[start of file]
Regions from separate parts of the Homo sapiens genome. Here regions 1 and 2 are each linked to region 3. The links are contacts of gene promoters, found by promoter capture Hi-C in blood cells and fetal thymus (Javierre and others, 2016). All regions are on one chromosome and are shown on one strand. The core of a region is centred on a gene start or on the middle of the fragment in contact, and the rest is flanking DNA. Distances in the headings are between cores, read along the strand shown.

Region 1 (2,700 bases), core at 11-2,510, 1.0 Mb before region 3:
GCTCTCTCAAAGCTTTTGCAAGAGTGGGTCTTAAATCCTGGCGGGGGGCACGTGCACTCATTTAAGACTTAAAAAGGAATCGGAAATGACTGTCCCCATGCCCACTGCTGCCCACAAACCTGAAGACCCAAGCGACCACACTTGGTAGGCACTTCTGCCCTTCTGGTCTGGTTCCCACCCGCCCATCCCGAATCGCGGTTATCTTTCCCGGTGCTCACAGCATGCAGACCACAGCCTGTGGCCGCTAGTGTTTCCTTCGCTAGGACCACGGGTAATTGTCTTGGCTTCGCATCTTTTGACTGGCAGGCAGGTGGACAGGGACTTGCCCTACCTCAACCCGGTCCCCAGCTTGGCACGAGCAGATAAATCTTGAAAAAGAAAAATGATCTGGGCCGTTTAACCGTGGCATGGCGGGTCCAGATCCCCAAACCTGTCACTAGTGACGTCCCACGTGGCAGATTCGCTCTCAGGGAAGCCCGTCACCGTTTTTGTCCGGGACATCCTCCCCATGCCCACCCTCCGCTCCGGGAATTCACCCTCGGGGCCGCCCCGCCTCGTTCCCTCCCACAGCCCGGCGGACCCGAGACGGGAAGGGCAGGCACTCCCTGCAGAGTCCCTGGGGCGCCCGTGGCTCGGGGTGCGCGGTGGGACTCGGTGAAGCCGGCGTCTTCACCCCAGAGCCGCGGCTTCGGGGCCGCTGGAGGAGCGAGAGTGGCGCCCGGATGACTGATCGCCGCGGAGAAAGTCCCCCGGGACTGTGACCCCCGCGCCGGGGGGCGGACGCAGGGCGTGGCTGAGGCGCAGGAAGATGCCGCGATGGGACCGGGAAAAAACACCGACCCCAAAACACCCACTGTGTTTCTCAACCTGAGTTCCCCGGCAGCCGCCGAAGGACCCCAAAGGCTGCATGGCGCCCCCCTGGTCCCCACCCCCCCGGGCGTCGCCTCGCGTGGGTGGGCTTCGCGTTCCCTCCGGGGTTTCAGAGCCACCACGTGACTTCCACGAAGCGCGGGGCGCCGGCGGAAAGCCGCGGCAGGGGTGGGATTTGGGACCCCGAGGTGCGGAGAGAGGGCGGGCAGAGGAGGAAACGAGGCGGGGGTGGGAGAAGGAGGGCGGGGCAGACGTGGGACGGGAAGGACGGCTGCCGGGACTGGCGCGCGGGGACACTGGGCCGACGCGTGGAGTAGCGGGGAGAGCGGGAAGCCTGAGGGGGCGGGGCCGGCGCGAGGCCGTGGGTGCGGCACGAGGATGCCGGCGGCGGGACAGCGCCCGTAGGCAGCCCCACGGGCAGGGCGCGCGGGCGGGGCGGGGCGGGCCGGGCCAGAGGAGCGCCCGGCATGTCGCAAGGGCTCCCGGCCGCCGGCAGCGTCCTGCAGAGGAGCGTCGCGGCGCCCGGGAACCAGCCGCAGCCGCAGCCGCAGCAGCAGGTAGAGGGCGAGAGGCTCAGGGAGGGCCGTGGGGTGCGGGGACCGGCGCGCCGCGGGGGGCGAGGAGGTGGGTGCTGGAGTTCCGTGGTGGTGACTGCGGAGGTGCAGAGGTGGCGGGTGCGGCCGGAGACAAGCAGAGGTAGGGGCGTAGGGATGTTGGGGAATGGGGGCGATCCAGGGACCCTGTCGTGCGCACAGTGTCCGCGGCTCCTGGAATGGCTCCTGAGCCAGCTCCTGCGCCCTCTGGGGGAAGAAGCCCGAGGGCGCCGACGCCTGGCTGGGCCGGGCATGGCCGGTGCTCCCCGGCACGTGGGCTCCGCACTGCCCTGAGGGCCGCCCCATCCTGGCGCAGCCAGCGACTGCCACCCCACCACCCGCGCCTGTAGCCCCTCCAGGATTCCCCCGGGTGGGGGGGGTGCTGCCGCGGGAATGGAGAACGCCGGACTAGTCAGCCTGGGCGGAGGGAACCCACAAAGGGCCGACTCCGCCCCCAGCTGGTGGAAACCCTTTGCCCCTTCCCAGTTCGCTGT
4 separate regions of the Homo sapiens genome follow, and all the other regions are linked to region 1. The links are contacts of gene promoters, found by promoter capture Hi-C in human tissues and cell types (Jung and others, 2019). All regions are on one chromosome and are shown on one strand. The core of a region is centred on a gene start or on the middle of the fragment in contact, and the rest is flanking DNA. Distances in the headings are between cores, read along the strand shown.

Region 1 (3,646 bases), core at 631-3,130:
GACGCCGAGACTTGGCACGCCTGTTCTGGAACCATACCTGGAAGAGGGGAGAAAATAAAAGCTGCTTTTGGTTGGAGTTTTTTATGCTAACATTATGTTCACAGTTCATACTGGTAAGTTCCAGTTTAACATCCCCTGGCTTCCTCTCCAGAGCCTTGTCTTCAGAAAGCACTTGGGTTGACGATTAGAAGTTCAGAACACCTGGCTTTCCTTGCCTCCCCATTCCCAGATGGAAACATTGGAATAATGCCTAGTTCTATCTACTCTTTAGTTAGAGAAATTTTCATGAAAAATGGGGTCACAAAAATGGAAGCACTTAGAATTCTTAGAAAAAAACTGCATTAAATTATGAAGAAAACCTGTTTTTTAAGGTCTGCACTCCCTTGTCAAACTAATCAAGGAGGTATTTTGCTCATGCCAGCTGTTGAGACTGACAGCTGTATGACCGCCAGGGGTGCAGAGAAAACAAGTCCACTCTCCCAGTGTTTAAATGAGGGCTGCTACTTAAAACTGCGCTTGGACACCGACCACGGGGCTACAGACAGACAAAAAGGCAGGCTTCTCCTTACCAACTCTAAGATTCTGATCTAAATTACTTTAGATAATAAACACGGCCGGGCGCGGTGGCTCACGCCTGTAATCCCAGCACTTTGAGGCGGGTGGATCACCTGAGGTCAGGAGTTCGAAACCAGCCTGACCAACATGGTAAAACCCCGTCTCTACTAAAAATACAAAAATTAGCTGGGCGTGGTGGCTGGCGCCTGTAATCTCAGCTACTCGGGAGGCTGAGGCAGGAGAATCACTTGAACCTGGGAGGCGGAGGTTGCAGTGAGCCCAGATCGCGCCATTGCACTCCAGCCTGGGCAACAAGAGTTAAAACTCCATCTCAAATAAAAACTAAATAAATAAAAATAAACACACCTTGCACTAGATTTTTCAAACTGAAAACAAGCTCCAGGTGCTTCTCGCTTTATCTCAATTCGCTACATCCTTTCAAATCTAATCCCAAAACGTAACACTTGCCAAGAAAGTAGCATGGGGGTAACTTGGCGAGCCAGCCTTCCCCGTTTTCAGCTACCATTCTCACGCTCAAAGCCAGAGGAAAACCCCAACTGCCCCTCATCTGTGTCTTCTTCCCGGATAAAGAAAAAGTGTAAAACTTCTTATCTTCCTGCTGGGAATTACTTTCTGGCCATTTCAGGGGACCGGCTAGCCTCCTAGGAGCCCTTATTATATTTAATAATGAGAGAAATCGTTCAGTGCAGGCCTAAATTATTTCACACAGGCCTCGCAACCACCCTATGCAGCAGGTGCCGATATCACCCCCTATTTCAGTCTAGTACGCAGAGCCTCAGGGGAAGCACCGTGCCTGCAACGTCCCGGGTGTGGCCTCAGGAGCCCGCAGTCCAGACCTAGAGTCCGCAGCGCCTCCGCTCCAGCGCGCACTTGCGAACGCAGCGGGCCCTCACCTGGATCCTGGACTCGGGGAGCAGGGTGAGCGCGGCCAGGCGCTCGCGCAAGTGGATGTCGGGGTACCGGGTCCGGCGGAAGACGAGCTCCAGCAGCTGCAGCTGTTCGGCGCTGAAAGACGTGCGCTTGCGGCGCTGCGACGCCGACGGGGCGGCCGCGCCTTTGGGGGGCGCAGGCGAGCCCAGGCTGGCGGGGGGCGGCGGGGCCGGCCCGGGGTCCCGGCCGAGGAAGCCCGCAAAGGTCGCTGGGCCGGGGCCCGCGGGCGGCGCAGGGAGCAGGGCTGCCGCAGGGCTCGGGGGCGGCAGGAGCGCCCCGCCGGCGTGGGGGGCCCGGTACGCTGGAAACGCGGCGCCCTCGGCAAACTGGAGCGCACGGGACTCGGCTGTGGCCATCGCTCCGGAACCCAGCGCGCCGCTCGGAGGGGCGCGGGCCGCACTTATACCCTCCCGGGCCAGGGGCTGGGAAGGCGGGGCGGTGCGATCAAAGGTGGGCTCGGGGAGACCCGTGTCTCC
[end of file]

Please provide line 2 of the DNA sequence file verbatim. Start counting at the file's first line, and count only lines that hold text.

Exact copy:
Region 1 (2,700 bases), core at 11-2,510, 1.0 Mb before region 3: